September 9, 2015

Building a Food-Secure World Helps America Prosper

Bimala Rai Colavito, USAID

This post originally appeared on Agri-Pulse.

Agri-Pulse and The Chicago Council on Global Affairs are teaming up to host a monthly column to explore how the US agriculture and food sector can maintain its competitive edge and advance food security in an increasingly integrated and dynamic world.

By Tjada McKenna, Assistant to the Administrator for USAID's Bureau for Food Security and Deputy Coordinator for Development, US Feed the Future initiative

Agriculture has been critical to America's growth as a nation. For many countries like ours, the path from poverty to prosperity has run through agriculture, but agriculture's promise has not yet been fully realized around the world.

This was no more apparent than in 2007 and 2008, when food price spikes pushed millions back to the brink of poverty and led to global instability. After a three-decade decline in global agricultural investment, in 2009 at the L'Aquila G8 Summit, the United States rallied world leaders to increase investments in agriculture that would boost global food security and nutrition. Feed the Future, President Obama's multi-agency global hunger and food security initiative, was born during this pivotal moment. At that time, President Obama pledged an initial $3.5 billion in investments in global agriculture, which leveraged more than $18 billion from other donor countries. Since then, Feed the Future and related US Government efforts have mobilized tremendous public and private support to unlock the transformative potential of agriculture to connect more people to the global economy and offer a path out of poverty. Our efforts focus on supporting the sustainable food security and nutrition priorities outlined by the host country governments and partners in the countries where we work.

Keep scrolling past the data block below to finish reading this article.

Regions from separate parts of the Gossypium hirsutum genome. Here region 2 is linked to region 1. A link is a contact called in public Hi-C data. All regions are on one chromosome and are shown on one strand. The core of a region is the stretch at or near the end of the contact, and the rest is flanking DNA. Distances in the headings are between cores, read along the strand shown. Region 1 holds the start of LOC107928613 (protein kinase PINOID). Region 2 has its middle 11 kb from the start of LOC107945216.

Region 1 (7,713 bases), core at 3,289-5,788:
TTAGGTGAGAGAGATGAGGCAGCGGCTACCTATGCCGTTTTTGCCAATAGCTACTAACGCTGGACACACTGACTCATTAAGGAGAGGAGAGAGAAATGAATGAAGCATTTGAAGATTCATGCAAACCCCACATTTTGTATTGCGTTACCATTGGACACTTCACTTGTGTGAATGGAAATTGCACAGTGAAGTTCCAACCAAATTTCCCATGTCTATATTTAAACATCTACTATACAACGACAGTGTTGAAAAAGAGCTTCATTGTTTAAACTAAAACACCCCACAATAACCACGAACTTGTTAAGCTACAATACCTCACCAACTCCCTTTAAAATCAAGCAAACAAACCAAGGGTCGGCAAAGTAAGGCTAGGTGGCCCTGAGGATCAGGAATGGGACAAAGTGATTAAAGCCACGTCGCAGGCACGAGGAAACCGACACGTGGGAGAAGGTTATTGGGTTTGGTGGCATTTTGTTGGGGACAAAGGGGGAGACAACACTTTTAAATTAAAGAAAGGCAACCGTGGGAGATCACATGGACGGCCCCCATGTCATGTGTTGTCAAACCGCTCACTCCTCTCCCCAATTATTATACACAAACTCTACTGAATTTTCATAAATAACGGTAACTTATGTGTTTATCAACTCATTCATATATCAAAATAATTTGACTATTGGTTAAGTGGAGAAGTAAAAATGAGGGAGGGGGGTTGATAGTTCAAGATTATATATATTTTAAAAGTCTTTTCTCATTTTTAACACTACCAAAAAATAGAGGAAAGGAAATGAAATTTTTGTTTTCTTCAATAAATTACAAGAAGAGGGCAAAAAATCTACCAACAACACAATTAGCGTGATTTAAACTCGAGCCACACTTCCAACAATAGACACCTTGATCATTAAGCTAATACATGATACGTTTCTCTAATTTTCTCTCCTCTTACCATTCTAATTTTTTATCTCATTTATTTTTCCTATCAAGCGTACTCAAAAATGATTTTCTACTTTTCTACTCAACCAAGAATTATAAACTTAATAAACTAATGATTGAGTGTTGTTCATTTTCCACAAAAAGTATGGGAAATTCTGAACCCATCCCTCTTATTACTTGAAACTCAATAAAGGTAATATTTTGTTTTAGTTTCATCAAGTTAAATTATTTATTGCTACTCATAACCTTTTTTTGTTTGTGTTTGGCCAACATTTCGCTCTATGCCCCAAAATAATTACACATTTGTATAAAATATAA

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The Global Food and Agriculture Program aims to inform the development of US policy on global agricultural development and food security by raising awareness and providing resources, information, and policy analysis to the US Administration, Congress, and interested experts and organizations.

The Global Food and Agriculture Program is housed within the Chicago Council on Global Affairs, an independent, nonpartisan organization that provides insight – and influences the public discourse – on critical global issues. The Council on Global Affairs convenes leading global voices and conducts independent research to bring clarity and offer solutions to challenges and opportunities across the globe. The Council is committed to engaging the public and raising global awareness of issues that transcend borders and transform how people, business, and governments engage the world.

Support for the Global Food and Agriculture Program is generously provided by the Bill & Melinda Gates Foundation.


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| By Janet Fierro

Guest Commentary - Rural Niger Women find Opportunity and Hope through Innovative Business Model

When researchers set out to find natural ways to manage a crop-destroying pest in sub-Saharan Africa cowpea fields they knew the results could have significant positive impact on smallholder farmers. What they may not have expected was the significance of the cottage industry it inspired and the entrepreneurial spirit of the rural women of Niger who led it.